, Volume 223, Issue 1, pp 114-133
Date: 18 Oct 2005

Chlorophyll a fluorescence induction kinetics in leaves predicted from a model describing each discrete step of excitation energy and electron transfer associated with Photosystem II

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Abstract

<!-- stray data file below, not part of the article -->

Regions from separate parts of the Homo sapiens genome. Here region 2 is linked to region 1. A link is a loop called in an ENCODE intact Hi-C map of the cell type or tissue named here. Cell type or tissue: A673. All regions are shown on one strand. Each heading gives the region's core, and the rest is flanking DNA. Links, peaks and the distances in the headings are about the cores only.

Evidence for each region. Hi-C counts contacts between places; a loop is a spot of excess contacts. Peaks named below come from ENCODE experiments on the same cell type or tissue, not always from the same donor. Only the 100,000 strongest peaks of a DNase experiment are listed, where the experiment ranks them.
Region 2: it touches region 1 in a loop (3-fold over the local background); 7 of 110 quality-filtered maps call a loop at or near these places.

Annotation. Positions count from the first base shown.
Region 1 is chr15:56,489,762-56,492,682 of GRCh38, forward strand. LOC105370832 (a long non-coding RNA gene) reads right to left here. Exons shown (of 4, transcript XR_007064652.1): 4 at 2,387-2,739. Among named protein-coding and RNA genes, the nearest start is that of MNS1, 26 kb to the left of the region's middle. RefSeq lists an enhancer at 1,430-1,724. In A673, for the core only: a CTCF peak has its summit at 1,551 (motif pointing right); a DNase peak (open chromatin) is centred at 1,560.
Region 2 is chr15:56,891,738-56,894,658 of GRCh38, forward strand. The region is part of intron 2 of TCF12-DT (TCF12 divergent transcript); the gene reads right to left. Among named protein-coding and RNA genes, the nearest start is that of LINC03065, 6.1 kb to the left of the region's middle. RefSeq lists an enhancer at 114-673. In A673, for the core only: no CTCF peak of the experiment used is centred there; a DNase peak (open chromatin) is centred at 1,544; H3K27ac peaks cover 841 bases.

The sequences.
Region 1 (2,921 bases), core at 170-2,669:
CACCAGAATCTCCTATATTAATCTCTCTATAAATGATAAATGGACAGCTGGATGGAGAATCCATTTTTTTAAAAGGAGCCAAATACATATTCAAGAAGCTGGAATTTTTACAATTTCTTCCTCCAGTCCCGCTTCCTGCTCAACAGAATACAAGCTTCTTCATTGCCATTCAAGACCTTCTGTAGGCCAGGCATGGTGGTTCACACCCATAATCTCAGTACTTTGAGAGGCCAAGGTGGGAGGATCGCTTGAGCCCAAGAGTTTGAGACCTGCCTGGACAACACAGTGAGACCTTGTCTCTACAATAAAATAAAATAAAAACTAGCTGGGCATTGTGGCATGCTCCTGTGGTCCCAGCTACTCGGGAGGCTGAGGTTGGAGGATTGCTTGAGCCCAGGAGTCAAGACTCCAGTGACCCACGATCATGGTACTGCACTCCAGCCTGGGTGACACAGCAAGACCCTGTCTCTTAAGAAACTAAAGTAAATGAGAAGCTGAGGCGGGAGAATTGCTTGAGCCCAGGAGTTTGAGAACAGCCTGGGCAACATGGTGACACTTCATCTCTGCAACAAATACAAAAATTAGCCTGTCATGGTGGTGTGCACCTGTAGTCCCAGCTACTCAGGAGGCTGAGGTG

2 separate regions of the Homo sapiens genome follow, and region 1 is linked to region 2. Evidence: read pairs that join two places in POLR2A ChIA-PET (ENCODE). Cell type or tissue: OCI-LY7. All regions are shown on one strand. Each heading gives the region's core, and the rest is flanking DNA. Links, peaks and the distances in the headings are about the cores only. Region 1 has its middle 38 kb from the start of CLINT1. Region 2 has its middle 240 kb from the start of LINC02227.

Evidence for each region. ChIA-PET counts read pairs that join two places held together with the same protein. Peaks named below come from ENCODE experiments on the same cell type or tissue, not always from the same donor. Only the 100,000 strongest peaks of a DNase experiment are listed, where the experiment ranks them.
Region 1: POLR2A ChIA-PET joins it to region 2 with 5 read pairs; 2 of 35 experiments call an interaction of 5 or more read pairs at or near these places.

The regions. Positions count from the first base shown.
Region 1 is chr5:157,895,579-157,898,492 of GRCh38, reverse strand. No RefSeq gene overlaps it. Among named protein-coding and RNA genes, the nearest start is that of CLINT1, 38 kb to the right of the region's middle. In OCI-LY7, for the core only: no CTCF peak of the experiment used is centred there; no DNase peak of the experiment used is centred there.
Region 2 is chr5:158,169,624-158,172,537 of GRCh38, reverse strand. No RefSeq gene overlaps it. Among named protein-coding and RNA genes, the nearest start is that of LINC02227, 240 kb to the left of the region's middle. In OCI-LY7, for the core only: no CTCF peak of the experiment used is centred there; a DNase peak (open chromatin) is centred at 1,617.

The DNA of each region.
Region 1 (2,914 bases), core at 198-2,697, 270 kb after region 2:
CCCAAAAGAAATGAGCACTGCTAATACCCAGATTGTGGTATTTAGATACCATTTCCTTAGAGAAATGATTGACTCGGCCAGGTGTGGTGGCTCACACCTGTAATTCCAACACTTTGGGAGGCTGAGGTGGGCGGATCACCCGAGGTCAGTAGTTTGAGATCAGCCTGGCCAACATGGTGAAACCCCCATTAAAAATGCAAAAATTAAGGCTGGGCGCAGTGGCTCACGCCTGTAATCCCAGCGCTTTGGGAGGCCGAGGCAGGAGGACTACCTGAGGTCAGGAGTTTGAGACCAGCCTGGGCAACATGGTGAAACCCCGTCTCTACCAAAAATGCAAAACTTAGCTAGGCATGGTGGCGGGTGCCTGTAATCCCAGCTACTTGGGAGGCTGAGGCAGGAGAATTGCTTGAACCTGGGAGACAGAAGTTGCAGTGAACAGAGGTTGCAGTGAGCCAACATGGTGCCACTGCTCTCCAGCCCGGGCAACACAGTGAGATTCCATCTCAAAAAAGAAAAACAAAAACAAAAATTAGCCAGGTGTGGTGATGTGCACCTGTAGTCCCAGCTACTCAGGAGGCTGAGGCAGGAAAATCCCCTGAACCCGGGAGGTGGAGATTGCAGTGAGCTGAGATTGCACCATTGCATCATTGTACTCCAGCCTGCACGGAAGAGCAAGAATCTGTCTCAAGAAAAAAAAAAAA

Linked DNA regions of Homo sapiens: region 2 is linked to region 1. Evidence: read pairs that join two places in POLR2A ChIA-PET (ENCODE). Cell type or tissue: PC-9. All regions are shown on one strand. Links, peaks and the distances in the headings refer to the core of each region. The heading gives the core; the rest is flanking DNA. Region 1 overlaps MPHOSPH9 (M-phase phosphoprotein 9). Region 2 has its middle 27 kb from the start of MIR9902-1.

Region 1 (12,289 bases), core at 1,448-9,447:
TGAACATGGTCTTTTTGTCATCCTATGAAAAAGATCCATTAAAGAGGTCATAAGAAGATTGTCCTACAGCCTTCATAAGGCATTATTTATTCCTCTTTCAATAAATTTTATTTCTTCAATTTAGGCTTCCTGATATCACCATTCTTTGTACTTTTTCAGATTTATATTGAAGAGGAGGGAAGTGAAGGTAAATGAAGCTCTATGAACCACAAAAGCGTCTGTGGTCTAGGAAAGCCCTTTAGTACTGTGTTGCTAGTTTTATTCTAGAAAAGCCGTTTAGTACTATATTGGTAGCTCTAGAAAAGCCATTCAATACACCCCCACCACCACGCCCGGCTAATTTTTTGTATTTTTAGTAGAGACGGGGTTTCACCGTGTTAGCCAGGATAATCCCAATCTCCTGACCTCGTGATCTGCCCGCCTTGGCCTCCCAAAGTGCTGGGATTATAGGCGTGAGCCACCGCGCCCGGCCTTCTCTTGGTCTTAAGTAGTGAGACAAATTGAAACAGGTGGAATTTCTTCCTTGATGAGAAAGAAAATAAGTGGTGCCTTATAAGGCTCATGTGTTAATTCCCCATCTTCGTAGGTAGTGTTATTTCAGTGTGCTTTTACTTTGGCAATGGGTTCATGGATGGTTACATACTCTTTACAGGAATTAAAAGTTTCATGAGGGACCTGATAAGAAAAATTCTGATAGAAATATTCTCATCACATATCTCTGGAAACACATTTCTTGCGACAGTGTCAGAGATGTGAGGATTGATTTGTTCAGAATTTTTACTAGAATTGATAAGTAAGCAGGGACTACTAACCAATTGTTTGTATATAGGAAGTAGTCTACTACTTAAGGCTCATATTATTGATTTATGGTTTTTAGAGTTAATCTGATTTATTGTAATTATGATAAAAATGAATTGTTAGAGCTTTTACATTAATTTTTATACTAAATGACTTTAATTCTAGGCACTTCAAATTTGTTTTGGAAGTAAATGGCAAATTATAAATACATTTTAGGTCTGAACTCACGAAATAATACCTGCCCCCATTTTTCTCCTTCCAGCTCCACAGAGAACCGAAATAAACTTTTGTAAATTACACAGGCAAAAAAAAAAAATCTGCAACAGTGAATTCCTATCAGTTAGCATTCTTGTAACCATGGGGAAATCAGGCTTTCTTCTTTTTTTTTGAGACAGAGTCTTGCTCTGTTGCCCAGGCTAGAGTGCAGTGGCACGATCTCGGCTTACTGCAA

Chlorophyll a fluorescence induction (FI) is widely used as a probe for studying photosynthesis. On illumination, fluorescence emission rises from an initial level O to a maximum P through transient steps, termed J and I. FI kinetics reflect the overall performance of photosystem II (PSII). Although FI kinetics are commonly and easily measured, there is a lack of consensus as to what controls the characteristic series of transients, partially because most of the current models of FI focus on subsets of reactions of PSII, but not the whole. Here we present a model of fluorescence induction, which includes all discrete energy and electron transfer steps in and around PSII, avoiding any assumptions about what is critical to obtaining O J I P kinetics. This model successfully simulates the observed kinetics of fluorescence induction including O J I P transients. The fluorescence emission in this model was calculated directly from the amount of excited singlet-state chlorophyll in the core and peripheral antennae of PSII. Electron and energy transfer were simulated by a series of linked differential equations. A variable step numerical integration procedure (ode15s) from MATLAB provided a computationally efficient method of solving these linked equations. This in silico representation of the complete molecular system provides an experimental workbench for testing hypotheses as to the underlying mechanism controlling the O J I P kinetics and fluorescence emission at these points. Simulations based on this model showed that J corresponds to the peak concentrations of Q A QB (QA and QB are the first and second quinone electron acceptor of PSII respectively) and Q A Q B and I to the first shoulder in the increase in concentration of Q A Q B 2− . The P peak coincides with maximum concentrations of both Q A Q B 2− and PQH2. In addition, simulations using this model suggest that different ratios of the peripheral antenna and core antenna lead to differences in fluorescence emission at O without affecting fluorescence emission at J, I and P. An increase in the concentration of QB-nonreducing PSII centers leads to higher fluorescence emission at O and correspondingly decreases the variable to maximum fluorescence ratio (F v/F m).